Letter No. 98-02
Date: March 6, 1998
On September 30, 1997, amendments to the Fair Credit Reporting Act (FCRA) (15 U.S.C. ï¿½ 1681, et seq.) became effective as a result of the Consumer Credit Reporting Reform Act of 1996. The amendments require changes on the part of the users of consumer reports and providers of information to consumer reporting agencies. These changes impact on OPM-IS as the provider of investigative services to other Federal agencies, and on our customer agencies as the final users of credit information gathered as a result of OPM's investigations.
Most notably, Section 1681b of title 15 addresses permissible purposes for which consumer reports may be furnished and conditions for furnishing and using consumer reports for employment purposes. If an a enc. intends to use a consumer report for employment purposes, Subsection 1681b (b) (2) of title 15 requires that the applicant/employee be notified in a document consisting solely of the notice that a consumer report may be used, and the applicant/employee must authorize this use in writing before the consumer report is obtained. Subsection 1681b (b)(3) of title 15 requires that, before taking adverse action relative to an employment decision based on a consumer report, the agency must provide the consumer with a copy of the report, and a copy of the Federal Trade Commission's (FTC) Consumer Rights Notice.
The notice, disclosure, certification and adverse action requirements of the FCRA do not directly apply to OPM-IS in its role as the provider of investigative services to other requesting Federal agencies. However, we do obtain credit reports on behalf of other Federal agencies, and will require those Federal agencies to certify that they are the procurer of the credit report and that they are compliant with the FCRA's relevant provisions. We are, therefore, sending under separate cover a request to each agency for a one-time blanket certification to this effect, to be completed and returned to OPM-IS no later than May 1, 1998.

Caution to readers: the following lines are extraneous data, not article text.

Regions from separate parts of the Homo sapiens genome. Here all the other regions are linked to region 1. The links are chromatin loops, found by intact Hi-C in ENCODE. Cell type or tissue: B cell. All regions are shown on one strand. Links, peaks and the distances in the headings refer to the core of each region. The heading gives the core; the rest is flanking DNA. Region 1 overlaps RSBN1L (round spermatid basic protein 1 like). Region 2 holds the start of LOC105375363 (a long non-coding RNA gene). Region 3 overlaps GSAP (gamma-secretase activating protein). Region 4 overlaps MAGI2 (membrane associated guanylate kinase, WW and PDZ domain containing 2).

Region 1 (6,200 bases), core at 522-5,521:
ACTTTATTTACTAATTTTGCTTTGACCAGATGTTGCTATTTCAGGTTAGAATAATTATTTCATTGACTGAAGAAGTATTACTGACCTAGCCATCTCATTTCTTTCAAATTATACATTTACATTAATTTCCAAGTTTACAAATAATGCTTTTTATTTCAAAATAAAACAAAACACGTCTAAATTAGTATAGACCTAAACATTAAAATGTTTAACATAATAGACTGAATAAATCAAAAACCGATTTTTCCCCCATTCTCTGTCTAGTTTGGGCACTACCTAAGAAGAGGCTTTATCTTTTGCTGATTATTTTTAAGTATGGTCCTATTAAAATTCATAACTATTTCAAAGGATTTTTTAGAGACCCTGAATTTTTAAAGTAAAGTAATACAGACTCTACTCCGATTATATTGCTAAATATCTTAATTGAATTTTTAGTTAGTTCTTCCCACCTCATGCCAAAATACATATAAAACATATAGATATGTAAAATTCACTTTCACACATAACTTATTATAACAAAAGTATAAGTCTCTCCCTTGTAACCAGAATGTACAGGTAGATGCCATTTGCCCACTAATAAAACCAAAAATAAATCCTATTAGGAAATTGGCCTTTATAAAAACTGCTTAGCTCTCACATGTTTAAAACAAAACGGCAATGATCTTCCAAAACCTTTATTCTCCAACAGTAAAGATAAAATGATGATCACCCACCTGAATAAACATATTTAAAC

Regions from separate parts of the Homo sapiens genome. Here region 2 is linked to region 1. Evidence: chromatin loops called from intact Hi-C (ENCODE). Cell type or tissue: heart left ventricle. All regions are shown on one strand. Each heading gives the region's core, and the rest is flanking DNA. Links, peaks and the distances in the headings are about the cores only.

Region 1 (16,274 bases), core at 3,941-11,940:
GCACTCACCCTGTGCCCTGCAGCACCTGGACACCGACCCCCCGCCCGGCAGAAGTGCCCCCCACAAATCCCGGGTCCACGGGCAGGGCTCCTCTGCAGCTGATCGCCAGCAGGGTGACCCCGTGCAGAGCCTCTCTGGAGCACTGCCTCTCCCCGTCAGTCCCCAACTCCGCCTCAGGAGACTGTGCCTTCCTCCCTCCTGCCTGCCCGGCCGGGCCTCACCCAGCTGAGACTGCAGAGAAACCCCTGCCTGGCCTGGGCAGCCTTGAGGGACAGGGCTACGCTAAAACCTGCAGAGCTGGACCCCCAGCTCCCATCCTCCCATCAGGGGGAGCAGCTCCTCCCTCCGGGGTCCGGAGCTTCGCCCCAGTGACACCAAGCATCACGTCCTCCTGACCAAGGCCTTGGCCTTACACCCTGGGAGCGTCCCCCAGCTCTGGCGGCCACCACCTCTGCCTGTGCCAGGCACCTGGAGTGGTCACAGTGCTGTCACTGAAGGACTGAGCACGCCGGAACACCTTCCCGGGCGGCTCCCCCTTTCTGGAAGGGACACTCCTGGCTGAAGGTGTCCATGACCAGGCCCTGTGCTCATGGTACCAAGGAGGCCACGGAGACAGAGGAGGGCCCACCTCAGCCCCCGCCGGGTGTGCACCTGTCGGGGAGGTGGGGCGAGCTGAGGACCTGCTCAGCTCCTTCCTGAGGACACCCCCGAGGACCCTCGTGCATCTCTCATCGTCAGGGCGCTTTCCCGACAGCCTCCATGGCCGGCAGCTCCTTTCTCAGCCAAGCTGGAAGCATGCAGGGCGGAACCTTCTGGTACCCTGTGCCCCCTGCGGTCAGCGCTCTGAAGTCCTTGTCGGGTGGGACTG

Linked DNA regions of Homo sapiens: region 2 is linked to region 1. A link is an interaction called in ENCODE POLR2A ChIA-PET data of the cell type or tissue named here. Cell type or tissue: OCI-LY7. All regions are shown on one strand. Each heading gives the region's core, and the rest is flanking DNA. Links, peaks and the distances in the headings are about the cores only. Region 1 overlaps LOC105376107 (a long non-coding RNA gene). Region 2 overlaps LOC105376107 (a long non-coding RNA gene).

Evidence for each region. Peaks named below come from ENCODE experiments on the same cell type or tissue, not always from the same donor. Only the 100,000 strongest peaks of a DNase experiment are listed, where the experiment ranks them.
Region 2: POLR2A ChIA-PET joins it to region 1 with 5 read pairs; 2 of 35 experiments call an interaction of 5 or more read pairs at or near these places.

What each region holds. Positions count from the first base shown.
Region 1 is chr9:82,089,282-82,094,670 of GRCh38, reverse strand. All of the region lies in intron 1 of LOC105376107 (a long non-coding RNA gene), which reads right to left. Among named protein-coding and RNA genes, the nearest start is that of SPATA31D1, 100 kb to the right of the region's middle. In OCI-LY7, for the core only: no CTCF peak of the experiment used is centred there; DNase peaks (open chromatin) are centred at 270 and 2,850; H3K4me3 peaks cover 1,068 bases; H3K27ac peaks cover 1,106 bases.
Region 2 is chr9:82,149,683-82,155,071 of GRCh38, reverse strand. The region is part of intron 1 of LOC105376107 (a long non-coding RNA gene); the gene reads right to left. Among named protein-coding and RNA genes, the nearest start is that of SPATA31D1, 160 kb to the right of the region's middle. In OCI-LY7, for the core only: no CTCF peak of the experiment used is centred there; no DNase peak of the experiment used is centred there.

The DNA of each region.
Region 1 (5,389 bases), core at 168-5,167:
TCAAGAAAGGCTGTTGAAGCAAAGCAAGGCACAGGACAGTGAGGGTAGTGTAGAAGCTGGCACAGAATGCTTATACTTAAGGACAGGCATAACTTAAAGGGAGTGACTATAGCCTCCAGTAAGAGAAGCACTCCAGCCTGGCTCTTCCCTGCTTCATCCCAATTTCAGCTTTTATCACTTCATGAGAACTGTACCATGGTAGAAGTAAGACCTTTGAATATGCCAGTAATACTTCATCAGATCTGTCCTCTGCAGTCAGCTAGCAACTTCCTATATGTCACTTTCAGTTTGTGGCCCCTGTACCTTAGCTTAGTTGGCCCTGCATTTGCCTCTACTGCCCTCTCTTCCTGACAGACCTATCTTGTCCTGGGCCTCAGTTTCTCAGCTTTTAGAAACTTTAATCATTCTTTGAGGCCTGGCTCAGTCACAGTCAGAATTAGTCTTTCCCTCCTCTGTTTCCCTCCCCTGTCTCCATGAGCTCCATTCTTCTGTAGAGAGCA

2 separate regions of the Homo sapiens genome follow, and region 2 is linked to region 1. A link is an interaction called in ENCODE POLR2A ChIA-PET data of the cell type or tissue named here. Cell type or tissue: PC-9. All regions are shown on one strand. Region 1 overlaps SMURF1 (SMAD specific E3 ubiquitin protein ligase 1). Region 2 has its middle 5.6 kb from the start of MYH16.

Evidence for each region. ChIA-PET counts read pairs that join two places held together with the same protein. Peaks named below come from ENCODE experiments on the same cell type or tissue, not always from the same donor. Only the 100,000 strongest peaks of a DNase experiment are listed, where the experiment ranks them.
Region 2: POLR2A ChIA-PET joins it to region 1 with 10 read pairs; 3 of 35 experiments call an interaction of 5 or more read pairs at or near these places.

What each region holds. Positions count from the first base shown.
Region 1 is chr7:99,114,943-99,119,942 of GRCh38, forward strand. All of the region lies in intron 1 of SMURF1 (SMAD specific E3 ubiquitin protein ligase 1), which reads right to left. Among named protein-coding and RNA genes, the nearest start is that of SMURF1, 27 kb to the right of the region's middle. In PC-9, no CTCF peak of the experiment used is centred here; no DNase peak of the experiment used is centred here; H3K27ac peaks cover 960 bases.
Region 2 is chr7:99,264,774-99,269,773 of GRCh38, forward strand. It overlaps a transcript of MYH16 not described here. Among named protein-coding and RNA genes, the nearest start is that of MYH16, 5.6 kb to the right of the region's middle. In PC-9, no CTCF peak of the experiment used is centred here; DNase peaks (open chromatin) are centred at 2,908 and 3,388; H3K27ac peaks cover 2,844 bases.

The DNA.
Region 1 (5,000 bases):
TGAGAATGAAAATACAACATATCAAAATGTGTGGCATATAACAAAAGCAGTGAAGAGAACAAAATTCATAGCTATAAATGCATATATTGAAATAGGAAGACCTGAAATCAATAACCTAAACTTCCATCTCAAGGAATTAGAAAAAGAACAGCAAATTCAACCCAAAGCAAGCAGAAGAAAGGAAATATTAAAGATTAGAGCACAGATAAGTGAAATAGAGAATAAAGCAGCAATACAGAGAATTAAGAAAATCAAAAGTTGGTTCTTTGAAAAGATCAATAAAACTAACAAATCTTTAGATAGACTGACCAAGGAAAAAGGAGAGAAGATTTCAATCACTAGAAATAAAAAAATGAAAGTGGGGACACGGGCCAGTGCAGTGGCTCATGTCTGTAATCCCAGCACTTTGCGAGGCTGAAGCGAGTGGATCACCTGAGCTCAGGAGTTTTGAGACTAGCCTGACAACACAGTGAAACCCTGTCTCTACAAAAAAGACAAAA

We will ask that the certification acknowledge that the requesting Federal agency is the procurer of the credit report for purposes of compliance with the FCRA. We will also ask that the requesting Federal agency certify that it is compliant with all relevant provisions of the FCRA. This certification should include certification that the agency will (a) clearly and conspicuously disclose to the subject of investigation, in a written document consisting solely of the disclosure, that the agency may obtain a credit report for employment purposes; and (b) obtain the subject's written authorization to obtain the credit report. It will also state that the agency will not take adverse action against the subject of investigation, based in whole or in part upon the credit report, without first providing the subject a copy of the report and a written description of the subject's rights as described by the FTC under Section 1681g(c)(3) of title 15. Finally, the certification must state that the requesting Federal agency will not use any information from the consumer report in violation of any applicable equal employment opportunity law or regulation.
A sample release for obtaining written authorization from each affected applicant/employee, as well as a copy of the FTC's Consumer Rights Notice are attached for your information and may be reproduced as necessary. You can obtain additional information regarding the FCRA at the Federal Trade Commission's Internet web site (external link) (http://www.ftc.gov).
Richard A. Ferris
Associate Director for Investigations
Inquiries: OPM-IS, Oversight and Technical Assistance Division, 202-606-1042
OPM-FIPC, Contract Management Branch, 724-794-5612
Code: 736, Investigations
Notice Expires: When superseded
Fair Credit Reporting Act of 1970, as amended